India-China relationship is involves a multi-lateral process. Consider Jinping’s visit at the backdrop of Modi’s recent tour of Japan and President Pranab Mukherjee’s trip to Vietnam. Both these countries have uneasy relations with the Dragon. India too resents Beijing’s Pak fixation and its activities in the PoK, its visa policy with regard to Arunachal Pradesh, and the frequent incursions of its army into Indian territory. Like Japan and Vietnam, India too is considerably wary of China’s perceived aggression in the Indian Ocean region.

Positive Changes in India-China Relationship

Yet, there has been a marked change in China’s approach towards India under Jinping. His recent positive gestures such as showing his eagerness to visit India soon after becoming the President; his invitation to Modi – the first time to an Indian Prime Minister – to attend the next Asia Pacific Economic Cooperation summit in Beijing this November; his choice of Gujarat – Modi’s home state – to start his India tour; and his perceptible willingness to resolve the boundary dispute( “China has the determination to work with India through friendly consultation to settle the boundary question at an early date”) – are welcome moves to build up a more congenial atmosphere for mutual cooperation. Another positive signal was Jinping’s decision to cancel his earlier scheduled visit to Islamabad from New Delhi in view of the political turmoil in Pakistan.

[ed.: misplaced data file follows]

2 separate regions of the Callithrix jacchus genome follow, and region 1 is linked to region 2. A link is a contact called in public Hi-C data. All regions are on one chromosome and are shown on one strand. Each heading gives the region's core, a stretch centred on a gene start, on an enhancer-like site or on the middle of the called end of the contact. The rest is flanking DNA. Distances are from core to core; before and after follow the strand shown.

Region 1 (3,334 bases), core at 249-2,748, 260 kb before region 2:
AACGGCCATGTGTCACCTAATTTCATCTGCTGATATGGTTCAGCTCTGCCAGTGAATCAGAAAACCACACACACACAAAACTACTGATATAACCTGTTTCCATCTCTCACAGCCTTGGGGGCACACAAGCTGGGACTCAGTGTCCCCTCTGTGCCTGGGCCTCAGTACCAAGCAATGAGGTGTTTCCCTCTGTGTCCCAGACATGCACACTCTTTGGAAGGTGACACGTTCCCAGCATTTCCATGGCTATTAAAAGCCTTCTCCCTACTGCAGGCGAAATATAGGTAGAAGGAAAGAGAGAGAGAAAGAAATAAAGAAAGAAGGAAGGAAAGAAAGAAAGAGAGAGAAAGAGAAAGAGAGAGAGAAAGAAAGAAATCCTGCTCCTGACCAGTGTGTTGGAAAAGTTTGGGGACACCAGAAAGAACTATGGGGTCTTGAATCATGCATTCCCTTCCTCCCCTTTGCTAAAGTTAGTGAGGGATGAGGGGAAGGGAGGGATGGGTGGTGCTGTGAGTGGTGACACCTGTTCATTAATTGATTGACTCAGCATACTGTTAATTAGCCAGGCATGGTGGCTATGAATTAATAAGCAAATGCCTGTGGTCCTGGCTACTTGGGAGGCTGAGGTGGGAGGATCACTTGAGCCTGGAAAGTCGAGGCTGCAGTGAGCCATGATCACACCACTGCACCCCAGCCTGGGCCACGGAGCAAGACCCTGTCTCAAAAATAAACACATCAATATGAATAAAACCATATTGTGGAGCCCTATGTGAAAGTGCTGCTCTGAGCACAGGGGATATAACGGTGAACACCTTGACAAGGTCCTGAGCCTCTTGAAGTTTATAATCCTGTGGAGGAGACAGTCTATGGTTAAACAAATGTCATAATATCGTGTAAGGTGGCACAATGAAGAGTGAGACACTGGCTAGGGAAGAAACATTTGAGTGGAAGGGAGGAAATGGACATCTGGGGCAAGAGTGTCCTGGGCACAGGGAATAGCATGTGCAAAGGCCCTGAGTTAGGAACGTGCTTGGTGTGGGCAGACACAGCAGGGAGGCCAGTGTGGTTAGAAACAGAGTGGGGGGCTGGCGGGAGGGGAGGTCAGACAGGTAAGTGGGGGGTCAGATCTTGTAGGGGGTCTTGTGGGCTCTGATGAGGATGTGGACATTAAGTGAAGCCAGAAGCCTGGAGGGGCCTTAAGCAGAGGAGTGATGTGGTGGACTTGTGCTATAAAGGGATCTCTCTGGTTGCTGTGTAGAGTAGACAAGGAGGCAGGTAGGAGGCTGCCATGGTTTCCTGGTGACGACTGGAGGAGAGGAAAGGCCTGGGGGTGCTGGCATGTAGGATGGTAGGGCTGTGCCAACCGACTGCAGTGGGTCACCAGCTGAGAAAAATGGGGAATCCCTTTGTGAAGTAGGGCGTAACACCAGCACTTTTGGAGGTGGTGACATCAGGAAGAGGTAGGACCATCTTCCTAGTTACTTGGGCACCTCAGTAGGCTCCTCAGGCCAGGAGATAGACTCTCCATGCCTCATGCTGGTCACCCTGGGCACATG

But economic considerations alone cannot be the reason for China’s sudden change of heart with respect to India. This hypothesis is amply substantiated by the fact that Beijing committed investment of only about $20 billion in India over the next five years instead of an expected $100 billion. This is much lower than the Japanese commitment of $35 billion in five years even.